by shavy Written Sep 1, 2013

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    Charlottenburg Castle is the largest castle in Berlin it was built at the end of the 17th century by order of Elector Frederick, who would be crowned as King Frederick I. later He built it as a summer residence for his wife, Sophie-Charlotte shortly after completion the palace was expanded with the Orangerie was a dome tower added later became the eastern wing

    For the original furniture is not much left this is because the lock was almost completely destroyed in World War II. Schloss Charlottenburg is the largest palace in Berlin and one of the most popular attractions

    The park surrounding the castle was built on the model of the gardens at the Palace of Versailles in this park is a villa (a belvedere) where a fine collection of porcelain can be seen

    Address: : Spandauer Damm 10-22

    Charlottenburg Palace

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    The Mausoleum

    by alancollins Written Jul 3, 2013

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    In the gardens of the Charlottenburg Palace are a number of buildings, one of those is the mausoleum. The doric temple was commissioned by Frederick William III to house his consort Queen Luise after her death in 1810. The mausoleum has been extended twice starting in 1840 when Frederick William III died and again in 1894, it was damaged during WW2 but was repaired over a period of 13 years The mausoleum contains a number sarcophagi of various members of the royal family. The mausoleum is tucked away to the south-west of the Belvedere and is open to the public from April to October, Tuesday - Sunday, 10 am - 6 pm and is closed on Mondays and it cost 2€ to enter.

    Address: Spandauer Damm 20-24, 14059 Berlin

    Directions: See the website for transport options

    Website: http://www.spsg.de/?id=134

    The Mausoleum The Mausoleum
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    Charlottenburg Palace

    by alancollins Updated Aug 26, 2012

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    Charlottenburg Palace is now the largest palace in the Berlin Area. Construction work started in 1695 for a new summer residence for Sophie Charlotte who was the wife of Friedrich III, Elector of Brandenburg. After his wife died in 1705 Friedrich named the palace and surrounding estate Charlottenburg in memory of Sophie Charlotte. Over the years the palace which started with only the cental section was gradually expanded with a frontage of 505 metres and the extensive gardens laid out. During WW2 the palace was severely damaged but has now been fully restored to its former glory.

    Address: Luisenplatz 1, Berlin-Charlottenburg

    Directions: Bus X9, 109, 145, 210

    Phone: +49 (0)331.96 94-200

    Website: http://www.spsg.de/index.php?id=134

    Front of the Palace Palace & Gardens Palace Gardens Lake with Palace in the background One of the Palace Wings
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  • Skibbe's Profile Photo

    Charlottenburg Palace

    by Skibbe Updated Sep 5, 2011

    This was built in 1699 by Friedrich I as a summer palace for his wife Sophia Charlotte. Later rulers also used it and added to it. It is a gorgeous and fascinating place even if you just see the original section, as I did.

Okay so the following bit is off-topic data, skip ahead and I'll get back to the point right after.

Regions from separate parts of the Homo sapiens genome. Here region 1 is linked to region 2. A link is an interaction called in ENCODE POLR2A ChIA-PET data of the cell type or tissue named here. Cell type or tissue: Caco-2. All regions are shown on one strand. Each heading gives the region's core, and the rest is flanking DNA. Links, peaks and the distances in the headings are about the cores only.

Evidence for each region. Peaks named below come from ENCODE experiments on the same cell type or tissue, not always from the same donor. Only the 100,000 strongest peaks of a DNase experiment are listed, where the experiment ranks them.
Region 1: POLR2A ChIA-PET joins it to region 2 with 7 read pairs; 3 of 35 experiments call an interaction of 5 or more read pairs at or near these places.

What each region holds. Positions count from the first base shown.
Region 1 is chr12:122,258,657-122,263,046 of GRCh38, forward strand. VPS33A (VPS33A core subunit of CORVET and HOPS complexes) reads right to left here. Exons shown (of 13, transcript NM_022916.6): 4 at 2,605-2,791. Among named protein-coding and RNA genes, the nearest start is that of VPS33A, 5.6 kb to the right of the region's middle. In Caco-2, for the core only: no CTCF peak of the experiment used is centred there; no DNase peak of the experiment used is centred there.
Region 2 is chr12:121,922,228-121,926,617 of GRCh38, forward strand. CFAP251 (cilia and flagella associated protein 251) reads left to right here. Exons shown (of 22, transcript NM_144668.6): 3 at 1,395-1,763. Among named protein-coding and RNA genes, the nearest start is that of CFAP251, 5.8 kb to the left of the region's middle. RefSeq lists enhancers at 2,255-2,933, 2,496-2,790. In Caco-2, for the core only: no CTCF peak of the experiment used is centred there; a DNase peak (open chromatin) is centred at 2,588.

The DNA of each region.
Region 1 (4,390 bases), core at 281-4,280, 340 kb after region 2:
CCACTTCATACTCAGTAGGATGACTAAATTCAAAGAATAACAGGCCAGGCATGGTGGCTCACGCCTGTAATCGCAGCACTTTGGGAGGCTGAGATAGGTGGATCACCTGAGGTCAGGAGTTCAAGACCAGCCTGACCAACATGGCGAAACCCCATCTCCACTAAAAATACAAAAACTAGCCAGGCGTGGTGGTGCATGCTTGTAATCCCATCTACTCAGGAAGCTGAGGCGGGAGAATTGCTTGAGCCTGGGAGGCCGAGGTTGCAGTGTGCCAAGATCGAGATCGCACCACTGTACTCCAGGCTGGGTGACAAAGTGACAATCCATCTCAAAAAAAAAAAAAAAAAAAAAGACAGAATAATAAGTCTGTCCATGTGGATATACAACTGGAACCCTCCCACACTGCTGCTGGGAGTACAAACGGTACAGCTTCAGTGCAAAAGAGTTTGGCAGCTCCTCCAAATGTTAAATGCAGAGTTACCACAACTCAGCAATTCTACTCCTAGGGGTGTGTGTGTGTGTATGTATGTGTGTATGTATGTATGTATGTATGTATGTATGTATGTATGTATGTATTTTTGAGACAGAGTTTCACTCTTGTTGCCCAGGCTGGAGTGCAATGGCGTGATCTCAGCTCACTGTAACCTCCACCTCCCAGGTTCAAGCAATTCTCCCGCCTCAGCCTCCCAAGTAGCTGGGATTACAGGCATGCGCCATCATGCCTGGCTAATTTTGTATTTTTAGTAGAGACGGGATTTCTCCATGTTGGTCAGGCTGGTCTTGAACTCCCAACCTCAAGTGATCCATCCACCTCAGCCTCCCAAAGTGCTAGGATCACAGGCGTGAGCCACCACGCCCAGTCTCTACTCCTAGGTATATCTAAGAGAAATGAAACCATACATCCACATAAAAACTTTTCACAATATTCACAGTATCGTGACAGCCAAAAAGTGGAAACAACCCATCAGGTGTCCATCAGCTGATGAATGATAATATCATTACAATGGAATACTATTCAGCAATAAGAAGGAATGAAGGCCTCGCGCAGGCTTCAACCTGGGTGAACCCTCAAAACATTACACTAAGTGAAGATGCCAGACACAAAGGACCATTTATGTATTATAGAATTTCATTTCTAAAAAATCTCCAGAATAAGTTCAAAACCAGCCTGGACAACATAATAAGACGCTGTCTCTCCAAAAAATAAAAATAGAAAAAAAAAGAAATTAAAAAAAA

Directions: Far western area of Berlin.

    Website: http://www.berlin.de/orte/museum/schloss-charlottenburg/index.en.php

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    Sophie Charlotte's Summer Palace

    by iblatt Updated Apr 4, 2011

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    Do you feel like getting away from the remnants of 20th century history to the early days of the Electors of Brandenburg? Charlottenburg Palace is the place to visit. It's the largest palace in Berlin; its construction started in 1695: Elector Frederick III had it built as a summer palace for his wide, Sophie Charlotte, and called it "Lietzenburg Pleasure Palace". After Sophie Charlotte's death it was named after her. Construction actually took place in several stages, spanning over 100 years, beginning with the central section, then the central tower, then the wings, the orangerie, the annexes...

    In the coutryard there is an impressive Baroque statue of the Great Elector, Frederick William of Brandenburg, founder of the State of Brandenburg and Prussia, on horseback. You can see his frightened enemies almost trampled by his horse. This statue was commissioned by the Great Elector's son, Frederick III, to honor his father, and was unveiled on July 12th, 1703, the Elector's birthday. It used to stand elsewhere, was removed in 1943 and sent on board a ship for safety, but the ship was overloaded and sank in Tegel Harbor. After the statue was recovered, it was relocated to the courtyard of Charlottenburg Palace, which seems the natural setting for it.

    The palace tour leads you through the historic apartments of Frederick I, Sophie Charlotte and Frederick the Great, with stucco decorations, antique furniture, paintings, porcelain, chinoiserie...

    There is free entrance to the park behind the palace, a landscape garden reconstructed after WWII, with a small part laid out in French style resembling the earlier layout of the original park.

    Address: Luisenplatz 1, Berlin-Charlottenburg

    Directions: Bus X9, 109, 145, 210

    Phone: 320 91-1

    Frederick the Great's statue,Charlottenburg Palace Charlottenburg Palace Charlottenburg Palace courtyard Charlottenburg Palace by night
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  • mvtouring's Profile Photo

    Charlottenburg Castle

    by mvtouring Updated Apr 4, 2011